People are ‘swimming’ in New York subway stations after Elsa. What does the climate crisis have to do with it?

New Yorkers were donning garbage bags and braving waist-deep murky water on their commutes

Louise Boyle
Senior Climate Correspondent, New York
Friday 09 July 2021 20:04
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Heavy rain floods New York subway station as Storm Elsa nears

It takes a lot to shock New Yorkers, but scenes of subway riders wading through murky, waist-deep water in stations took many aback.

Tropical Storm Elsa, which swept across the region causing widespread flooding on Thursday, deluged New York City and the surrounding area.

Videos posted to social media showed the impact of the downpours on apartment buildings, roadways, and the New York subway system. At the 157th Street station in Washington Heights in upper Manhattan, one woman could be seen plunging into the dark water to make her way to the train.

In another video, a subway rider donned a garbage bag to wade to the platform.

Despite the videos, “we actually weathered the storm quite well”, interim New York City Transit president Sarah Feinberg later told the Associated Press, adding that subway flooding lasted only a few minutes and caused minor disruption.

Others did not see it so optimistically. Eric Adams, who won the Democratic nomination for New York City mayor earlier this week, tweeted: “This is what happens when the MTA makes bad spending decisions for decades. We need congestion pricing $ ASAP to protect stations from street flooding, elevate entrances and add green infrastructure to absorb flash storm runoff. This cannot be New York.”

The MTA did not respond to a request for comment from The Independent.

The NYC subway is operated by the Metropolitan Transportation Authority and falls under state control, not the local city government. Its frequent delays and slow service have long been lamented by locals, with New York City Mayor Bill DeBlasio at one point calling it “woefully underfunded”.

Others point to the fact that the century-old transit network was not designed for the impacts of an ever-worsening climate crisis. Even on dry days, the MTA is pumping out millions of gallons of water from the subway system.

Kendra Pierre-Louis, from Gimlet Media, tweeted: “There’s a video circulating of a flooded NYC subway system and people are using it to dunk on the subway. I get it but people are really missing the point: the subway was never designed to handle this b/c this wasn’t supposed to happen.”

While a single flash flooding event cannot be instantly linked to climate change, scientists are increasingly conducting attribution studies – which look at how global heating influences an extreme weather event. An international team of scientists this week published a rapid analysis which concluded North America’s deadly heatwave would have been “virtually impossible” without the human-driven climate crisis.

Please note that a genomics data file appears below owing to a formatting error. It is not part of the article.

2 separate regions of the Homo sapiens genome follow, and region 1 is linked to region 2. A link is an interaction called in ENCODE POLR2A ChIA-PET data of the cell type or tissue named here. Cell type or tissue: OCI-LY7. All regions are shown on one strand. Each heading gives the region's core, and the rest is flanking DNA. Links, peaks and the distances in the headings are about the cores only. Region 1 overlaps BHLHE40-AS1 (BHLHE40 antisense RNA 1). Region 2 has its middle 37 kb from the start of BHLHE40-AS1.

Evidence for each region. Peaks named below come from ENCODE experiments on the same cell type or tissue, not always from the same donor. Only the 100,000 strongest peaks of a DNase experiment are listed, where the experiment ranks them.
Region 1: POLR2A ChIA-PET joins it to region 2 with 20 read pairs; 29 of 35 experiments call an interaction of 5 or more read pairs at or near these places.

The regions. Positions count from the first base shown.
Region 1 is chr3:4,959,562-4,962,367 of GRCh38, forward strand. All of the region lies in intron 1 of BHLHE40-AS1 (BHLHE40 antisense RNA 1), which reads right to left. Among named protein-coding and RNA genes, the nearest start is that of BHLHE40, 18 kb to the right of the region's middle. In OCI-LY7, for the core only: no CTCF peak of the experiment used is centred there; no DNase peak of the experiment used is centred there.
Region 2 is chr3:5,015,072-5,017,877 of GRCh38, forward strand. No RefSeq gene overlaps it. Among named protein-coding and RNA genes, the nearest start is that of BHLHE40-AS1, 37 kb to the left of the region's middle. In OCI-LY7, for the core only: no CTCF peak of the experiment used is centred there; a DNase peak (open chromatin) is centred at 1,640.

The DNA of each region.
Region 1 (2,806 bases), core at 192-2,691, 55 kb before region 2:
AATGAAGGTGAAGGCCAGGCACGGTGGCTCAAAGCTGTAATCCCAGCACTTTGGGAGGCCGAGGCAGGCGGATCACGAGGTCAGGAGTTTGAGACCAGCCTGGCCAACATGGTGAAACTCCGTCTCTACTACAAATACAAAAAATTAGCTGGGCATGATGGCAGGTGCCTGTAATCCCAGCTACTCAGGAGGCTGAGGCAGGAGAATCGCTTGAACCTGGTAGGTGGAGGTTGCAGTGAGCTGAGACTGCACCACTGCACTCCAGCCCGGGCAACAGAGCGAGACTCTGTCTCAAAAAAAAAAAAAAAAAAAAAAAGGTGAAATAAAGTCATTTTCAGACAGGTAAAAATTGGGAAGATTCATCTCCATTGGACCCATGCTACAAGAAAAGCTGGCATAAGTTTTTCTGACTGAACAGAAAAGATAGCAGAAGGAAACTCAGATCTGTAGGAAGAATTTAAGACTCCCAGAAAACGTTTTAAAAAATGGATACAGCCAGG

Around the world, the “fingerprint” of climate change can be seen in rapidly intensifying storms, scientists say. The ocean absorbs most excess heat from greenhouse gas emissions, causing hotter, moist air which amps up storms and generates heavier rainfall.

These types of extreme events now also happen more frequently. Elsa is the earliest fifth-named storm on record. The 2020 Atlantic hurricane season broke records with 29 named storms.

In 2012, rains from Superstorm Sandy swamped New York City, shutting down public transport and plunging large areas of the city into blackout in the days leading up to the presidential election. And the climate crisis is expected to bring heavier rainfall, higher sea levels, and more frequent and intense storms to New York City.

Since Sandy, the MTA has been making improvements for the next big one, including installing Kevlar-strengthened “flex gates” that can be pulled across subway entrances in minutes to prevent floodwaters cascading in.

But many fear that the city is still not far along enough in preparations to handle larger and more intense storms.

“Having pumped water out of our tunnels during Superstorm Sandy, I know extreme weather events like these won’t just go away. We must invest in resiliency strategies now to protect our city and keep New Yorkers safe. Climate change is an urgent crisis,” tweeted Kathryn Garcia, another mayoral candidate and the former NYC sanitation commissioner.

New York Democratic Congresswoman Alexandria Ocasio-Cortez slammed her GOP colleagues on Twitter for blocking the Green New Deal, which would provide funding to upgrade America’s infrastructure for future climate impacts.

“The Green New Deal, which is a blueprint to create millions of good jobs rebuilding infrastructure to stem climate change & protect vulnerable communities, is unrealistic,’” Rep Ocasio-Cortez posted. “‘Instead we will do the adult thing, which is take orders from fossil fuel execs & make you swim to work.”

The post appeared to reference a recent undercover investigation by Greenpeace in which an ExxonMobil lobbyist revealed the oil giant is targeting both Democrats and Republicans to kneecap President Biden’s milestone infrastructure legislation to address climate impacts.

Elsa continued to batter the New York region on Friday, toppling trees and hindering travel as it barreled its way up the East Coast towards New England.

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